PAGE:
Thursday, June 09, 2005

Highway 212

(6-8-05) New York Times - Highway 212, the 68-mile road that winds into the Northeast corner of Yellowstone Park through Red Lodge, Montana has been closed due to mudslides. On May 19, these slides covered 13 sections of Beartooth Highway, about 12 miles worth. An estimated 500 million tons of mud and rock now block the road. During the road's open season, about 900 cars a day drive over it. The tourist town of Red Lodge expects revenue to fall far below normal levels this year. Opened in 1936, the road climbs from 5,555 feet at Red Lodge to Beartooth Pass at just under 11,000 feet, in Montana's highest mountains. "The serpentine drive can take three hours or more. Most of the road climbs through pine forest and across open slopes. At the top, however, the road travels above timberline to a place known as the Top of the World, which is breathtaking and surreal - broad, grassy tundra, small, still lakes that mirror the sky and huge rounded boulders in the meadow. There are expansive views of snow mottled mountains for miles in every direction. On his CBS travel program, On The Road, Charles Kuralt called it 'the most beautiful roadway in America'." Repairs are expected to take some time.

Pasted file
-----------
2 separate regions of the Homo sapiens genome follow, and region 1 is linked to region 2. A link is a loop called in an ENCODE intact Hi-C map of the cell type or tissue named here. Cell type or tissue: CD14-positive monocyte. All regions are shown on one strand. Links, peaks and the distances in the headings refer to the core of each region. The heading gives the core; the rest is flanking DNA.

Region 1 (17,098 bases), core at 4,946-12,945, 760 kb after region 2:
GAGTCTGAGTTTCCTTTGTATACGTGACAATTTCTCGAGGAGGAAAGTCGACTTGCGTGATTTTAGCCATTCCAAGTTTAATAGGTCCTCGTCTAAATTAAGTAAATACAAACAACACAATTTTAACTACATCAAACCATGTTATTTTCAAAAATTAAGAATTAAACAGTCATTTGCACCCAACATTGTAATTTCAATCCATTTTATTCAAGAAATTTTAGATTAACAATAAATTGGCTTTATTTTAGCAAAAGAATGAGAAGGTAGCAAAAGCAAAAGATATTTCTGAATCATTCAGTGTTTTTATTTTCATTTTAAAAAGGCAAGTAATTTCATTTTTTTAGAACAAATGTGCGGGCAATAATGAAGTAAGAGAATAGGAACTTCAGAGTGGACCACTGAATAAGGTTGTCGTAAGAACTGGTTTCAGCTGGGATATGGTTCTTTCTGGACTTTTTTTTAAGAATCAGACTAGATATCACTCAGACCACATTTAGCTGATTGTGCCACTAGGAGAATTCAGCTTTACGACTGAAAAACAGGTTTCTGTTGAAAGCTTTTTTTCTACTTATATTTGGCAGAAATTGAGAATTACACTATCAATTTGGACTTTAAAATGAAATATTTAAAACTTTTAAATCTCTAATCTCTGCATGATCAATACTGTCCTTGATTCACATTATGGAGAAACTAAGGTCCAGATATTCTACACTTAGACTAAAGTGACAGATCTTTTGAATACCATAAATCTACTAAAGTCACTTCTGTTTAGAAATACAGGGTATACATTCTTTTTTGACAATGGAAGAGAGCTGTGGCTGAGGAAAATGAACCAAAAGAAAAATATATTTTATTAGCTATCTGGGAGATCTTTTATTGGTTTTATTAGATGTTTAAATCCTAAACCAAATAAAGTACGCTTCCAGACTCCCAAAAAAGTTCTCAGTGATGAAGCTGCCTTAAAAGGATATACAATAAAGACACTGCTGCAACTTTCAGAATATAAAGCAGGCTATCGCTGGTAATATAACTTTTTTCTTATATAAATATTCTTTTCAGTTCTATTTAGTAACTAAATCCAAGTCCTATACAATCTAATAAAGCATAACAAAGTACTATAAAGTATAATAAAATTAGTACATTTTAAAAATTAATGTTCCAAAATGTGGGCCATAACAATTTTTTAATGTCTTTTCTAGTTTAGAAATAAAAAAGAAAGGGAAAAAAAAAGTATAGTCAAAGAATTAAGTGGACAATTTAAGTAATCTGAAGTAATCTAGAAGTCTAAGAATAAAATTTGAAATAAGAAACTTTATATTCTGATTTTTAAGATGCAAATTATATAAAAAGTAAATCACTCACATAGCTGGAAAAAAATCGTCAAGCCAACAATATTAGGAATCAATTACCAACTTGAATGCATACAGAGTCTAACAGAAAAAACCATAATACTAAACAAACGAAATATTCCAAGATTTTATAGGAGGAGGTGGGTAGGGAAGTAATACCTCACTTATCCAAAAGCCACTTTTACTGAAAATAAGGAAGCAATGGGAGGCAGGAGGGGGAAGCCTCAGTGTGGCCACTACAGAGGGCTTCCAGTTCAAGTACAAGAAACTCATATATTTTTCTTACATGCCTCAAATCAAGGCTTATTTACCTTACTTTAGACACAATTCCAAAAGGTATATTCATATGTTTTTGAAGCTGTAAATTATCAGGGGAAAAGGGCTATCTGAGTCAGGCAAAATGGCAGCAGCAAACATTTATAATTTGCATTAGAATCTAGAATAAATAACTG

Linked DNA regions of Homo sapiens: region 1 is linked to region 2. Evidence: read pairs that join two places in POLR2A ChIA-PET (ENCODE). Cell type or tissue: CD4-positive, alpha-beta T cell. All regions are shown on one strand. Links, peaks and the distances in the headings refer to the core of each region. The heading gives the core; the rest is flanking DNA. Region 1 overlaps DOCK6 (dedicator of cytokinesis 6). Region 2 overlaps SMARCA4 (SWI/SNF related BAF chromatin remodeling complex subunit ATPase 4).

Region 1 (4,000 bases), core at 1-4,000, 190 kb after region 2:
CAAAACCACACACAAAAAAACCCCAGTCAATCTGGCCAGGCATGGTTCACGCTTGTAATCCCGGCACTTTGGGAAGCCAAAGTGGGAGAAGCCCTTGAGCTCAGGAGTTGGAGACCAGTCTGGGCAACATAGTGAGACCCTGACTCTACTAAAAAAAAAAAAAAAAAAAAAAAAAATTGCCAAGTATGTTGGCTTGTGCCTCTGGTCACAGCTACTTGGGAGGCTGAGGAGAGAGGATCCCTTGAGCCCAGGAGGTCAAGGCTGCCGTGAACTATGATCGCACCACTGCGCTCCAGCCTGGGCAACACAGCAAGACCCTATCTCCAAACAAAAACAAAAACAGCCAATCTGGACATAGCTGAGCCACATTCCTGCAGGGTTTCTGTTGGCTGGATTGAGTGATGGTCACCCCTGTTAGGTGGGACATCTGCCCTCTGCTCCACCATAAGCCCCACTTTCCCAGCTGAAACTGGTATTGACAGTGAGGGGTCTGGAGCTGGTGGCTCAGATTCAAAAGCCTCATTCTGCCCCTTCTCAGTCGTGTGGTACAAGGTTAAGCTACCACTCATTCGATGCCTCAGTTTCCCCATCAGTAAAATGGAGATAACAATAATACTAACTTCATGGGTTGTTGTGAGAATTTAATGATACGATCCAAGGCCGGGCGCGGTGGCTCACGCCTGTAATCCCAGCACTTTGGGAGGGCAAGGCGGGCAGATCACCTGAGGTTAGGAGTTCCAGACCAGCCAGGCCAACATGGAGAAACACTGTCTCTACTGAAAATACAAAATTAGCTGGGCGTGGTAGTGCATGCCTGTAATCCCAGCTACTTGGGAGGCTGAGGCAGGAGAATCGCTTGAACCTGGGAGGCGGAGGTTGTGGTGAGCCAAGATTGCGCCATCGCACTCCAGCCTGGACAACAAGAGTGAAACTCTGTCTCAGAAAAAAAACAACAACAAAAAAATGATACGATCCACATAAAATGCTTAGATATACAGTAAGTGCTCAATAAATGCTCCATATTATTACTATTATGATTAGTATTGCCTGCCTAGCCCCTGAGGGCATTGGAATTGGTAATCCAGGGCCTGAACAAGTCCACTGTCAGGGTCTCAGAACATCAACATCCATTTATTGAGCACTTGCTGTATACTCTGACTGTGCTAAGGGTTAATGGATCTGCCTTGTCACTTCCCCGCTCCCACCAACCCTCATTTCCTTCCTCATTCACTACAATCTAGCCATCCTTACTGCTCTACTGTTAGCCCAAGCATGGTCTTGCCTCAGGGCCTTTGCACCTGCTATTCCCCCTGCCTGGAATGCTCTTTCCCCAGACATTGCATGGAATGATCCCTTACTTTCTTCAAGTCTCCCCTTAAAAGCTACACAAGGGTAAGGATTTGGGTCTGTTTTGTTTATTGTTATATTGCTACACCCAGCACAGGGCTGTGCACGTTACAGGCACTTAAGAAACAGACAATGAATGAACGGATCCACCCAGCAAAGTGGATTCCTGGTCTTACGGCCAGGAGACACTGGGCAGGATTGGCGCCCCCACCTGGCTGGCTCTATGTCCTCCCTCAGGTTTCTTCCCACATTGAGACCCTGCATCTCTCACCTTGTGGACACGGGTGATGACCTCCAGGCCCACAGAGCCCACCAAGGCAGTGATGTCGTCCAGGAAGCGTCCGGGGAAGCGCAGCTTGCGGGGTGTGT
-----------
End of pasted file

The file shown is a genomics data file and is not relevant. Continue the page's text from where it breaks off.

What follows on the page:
--The New York Times, and of course Charles Kuralt (!) were not kidding. This is indeed, some of the most beautiful country I have seen in my travels. In late July, early August of 2002 I traveled this road on my way North out of Yellowstone Park in my 1984 VW Rabbit convertible. I had no idea it was such a well-known place, but was blown away by the beauty of it. The road climbs from the valleys of Northeast Yellowstone into an incredible and absolutely surreal highland environment. It looked like a dreamworld up there. The area around Beartooth Pass was unbelievable. It was bumpy, green, rocky, and sparsely dotted with clumps of pine trees. Alpine lakes were scattered around this bizarre, warped tabletop in the clouds, shining like jewels. I exited my car, stood on a huge bank of cold, white snow, and had someone from another car take a picture. It began to rain, then turned into an intense hailstorm. The weather cleared up on the drive down the pass, and I wound my way down into the foothills of the Rocky Mountains, on to the flatter ground of the Montana high plains, where the city of Billings sits. I then chased the storms across Montana and North Dakota for the next day. I've often thought about that day during the past few years, and this article brought it back to me again. I was in an odd state of mind at the time. It was cool, grey, and wet, and I was alone, with my music and my pipe for 2 weeks. Definitely an experience I would call formative. I hope highway 212 gets repaired in short order so more people can see this place. I've posted some photos below of my trip through the area.

Before the climb, Northeast Yellowstone

on the way up...

the Top of The World

happy tree

surreal landscape

summer snow

on the way down...


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